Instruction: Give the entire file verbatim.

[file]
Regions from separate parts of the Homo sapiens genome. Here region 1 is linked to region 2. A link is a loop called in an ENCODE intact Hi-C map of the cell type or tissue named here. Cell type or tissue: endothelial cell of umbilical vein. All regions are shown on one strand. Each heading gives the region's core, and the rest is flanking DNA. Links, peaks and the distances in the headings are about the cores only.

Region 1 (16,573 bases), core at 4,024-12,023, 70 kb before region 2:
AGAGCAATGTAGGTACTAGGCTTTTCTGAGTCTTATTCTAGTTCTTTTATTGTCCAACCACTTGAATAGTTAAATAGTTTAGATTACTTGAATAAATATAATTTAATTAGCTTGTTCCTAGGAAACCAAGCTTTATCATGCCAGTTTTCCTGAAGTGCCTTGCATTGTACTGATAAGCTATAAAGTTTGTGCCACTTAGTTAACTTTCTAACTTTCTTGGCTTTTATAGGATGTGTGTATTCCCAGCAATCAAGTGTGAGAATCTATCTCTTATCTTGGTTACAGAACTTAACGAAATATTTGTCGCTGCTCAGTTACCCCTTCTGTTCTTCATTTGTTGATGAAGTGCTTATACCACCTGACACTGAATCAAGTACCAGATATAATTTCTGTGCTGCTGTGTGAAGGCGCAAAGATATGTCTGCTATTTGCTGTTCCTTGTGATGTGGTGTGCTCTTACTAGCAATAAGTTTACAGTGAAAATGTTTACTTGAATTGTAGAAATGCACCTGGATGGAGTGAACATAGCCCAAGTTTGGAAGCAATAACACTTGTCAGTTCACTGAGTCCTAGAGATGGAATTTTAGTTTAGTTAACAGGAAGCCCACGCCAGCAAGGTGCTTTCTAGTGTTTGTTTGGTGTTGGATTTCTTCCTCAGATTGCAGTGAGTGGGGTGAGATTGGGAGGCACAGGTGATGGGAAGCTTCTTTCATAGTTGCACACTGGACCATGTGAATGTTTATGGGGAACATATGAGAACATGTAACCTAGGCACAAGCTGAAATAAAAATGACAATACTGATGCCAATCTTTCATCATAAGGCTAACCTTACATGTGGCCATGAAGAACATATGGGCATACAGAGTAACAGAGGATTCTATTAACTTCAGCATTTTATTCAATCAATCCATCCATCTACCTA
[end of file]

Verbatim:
Regions from separate parts of the Homo sapiens genome. Here region 1 is linked to region 2. A link is a loop called in an ENCODE intact Hi-C map of the cell type or tissue named here. Cell type or tissue: endothelial cell of umbilical vein. All regions are shown on one strand. Each heading gives the region's core, and the rest is flanking DNA. Links, peaks and the distances in the headings are about the cores only.

Region 1 (16,573 bases), core at 4,024-12,023, 70 kb before region 2:
AGAGCAATGTAGGTACTAGGCTTTTCTGAGTCTTATTCTAGTTCTTTTATTGTCCAACCACTTGAATAGTTAAATAGTTTAGATTACTTGAATAAATATAATTTAATTAGCTTGTTCCTAGGAAACCAAGCTTTATCATGCCAGTTTTCCTGAAGTGCCTTGCATTGTACTGATAAGCTATAAAGTTTGTGCCACTTAGTTAACTTTCTAACTTTCTTGGCTTTTATAGGATGTGTGTATTCCCAGCAATCAAGTGTGAGAATCTATCTCTTATCTTGGTTACAGAACTTAACGAAATATTTGTCGCTGCTCAGTTACCCCTTCTGTTCTTCATTTGTTGATGAAGTGCTTATACCACCTGACACTGAATCAAGTACCAGATATAATTTCTGTGCTGCTGTGTGAAGGCGCAAAGATATGTCTGCTATTTGCTGTTCCTTGTGATGTGGTGTGCTCTTACTAGCAATAAGTTTACAGTGAAAATGTTTACTTGAATTGTAGAAATGCACCTGGATGGAGTGAACATAGCCCAAGTTTGGAAGCAATAACACTTGTCAGTTCACTGAGTCCTAGAGATGGAATTTTAGTTTAGTTAACAGGAAGCCCACGCCAGCAAGGTGCTTTCTAGTGTTTGTTTGGTGTTGGATTTCTTCCTCAGATTGCAGTGAGTGGGGTGAGATTGGGAGGCACAGGTGATGGGAAGCTTCTTTCATAGTTGCACACTGGACCATGTGAATGTTTATGGGGAACATATGAGAACATGTAACCTAGGCACAAGCTGAAATAAAAATGACAATACTGATGCCAATCTTTCATCATAAGGCTAACCTTACATGTGGCCATGAAGAACATATGGGCATACAGAGTAACAGAGGATTCTATTAACTTCAGCATTTTATTCAATCAATCCATCCATCTACCTA